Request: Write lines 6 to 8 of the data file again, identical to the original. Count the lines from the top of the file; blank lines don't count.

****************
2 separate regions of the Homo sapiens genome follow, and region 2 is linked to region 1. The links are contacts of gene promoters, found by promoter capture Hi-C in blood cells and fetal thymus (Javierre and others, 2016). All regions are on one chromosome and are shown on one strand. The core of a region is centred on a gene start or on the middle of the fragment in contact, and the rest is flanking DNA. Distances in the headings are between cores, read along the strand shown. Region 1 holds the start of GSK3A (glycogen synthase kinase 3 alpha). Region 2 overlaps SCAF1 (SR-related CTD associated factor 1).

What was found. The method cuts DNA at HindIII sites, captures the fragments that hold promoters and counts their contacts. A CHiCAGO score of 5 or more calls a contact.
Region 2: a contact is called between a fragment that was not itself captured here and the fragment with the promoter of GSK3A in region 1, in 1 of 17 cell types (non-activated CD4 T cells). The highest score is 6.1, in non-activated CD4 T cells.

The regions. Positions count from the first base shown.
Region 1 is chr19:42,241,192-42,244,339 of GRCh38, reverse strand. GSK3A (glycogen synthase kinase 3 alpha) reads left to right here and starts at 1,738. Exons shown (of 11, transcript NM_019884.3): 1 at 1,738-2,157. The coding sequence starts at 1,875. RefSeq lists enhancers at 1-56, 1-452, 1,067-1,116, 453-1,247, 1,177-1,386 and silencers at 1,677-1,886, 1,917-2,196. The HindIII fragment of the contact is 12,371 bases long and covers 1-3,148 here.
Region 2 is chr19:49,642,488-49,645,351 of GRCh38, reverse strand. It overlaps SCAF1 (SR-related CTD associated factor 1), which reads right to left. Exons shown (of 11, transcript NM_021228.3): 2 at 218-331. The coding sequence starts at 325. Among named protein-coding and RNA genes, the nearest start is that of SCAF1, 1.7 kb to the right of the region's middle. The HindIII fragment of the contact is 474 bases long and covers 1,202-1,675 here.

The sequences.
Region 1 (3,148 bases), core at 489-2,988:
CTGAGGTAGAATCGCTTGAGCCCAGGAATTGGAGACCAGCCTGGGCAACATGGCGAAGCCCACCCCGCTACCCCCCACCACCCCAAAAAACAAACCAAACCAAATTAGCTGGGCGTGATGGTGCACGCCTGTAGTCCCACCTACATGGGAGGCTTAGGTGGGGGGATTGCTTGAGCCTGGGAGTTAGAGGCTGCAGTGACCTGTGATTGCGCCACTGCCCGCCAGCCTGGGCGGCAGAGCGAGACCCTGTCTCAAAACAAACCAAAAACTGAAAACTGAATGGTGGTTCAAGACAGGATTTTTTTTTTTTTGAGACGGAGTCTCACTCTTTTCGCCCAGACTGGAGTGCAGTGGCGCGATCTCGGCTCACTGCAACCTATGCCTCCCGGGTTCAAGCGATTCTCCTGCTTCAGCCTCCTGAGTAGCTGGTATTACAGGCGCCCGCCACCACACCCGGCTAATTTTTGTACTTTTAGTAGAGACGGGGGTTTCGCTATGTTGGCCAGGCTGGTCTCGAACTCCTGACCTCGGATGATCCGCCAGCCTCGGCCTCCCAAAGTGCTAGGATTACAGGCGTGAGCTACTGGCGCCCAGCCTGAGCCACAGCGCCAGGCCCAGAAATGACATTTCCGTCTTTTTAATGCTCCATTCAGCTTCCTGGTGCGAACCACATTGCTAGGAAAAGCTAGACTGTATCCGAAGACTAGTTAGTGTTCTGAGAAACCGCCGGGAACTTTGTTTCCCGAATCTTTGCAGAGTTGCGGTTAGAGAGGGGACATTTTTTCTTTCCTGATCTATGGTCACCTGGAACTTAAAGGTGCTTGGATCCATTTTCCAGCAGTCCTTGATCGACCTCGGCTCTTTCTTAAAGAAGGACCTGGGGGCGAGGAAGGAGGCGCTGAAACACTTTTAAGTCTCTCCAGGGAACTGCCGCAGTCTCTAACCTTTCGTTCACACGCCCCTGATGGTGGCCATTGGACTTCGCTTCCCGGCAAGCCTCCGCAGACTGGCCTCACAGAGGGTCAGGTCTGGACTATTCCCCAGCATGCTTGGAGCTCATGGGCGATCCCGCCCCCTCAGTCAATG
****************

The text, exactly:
Region 2 is chr19:49,642,488-49,645,351 of GRCh38, reverse strand. It overlaps SCAF1 (SR-related CTD associated factor 1), which reads right to left. Exons shown (of 11, transcript NM_021228.3): 2 at 218-331. The coding sequence starts at 325. Among named protein-coding and RNA genes, the nearest start is that of SCAF1, 1.7 kb to the right of the region's middle. The HindIII fragment of the contact is 474 bases long and covers 1,202-1,675 here.

The sequences.
Region 1 (3,148 bases), core at 489-2,988: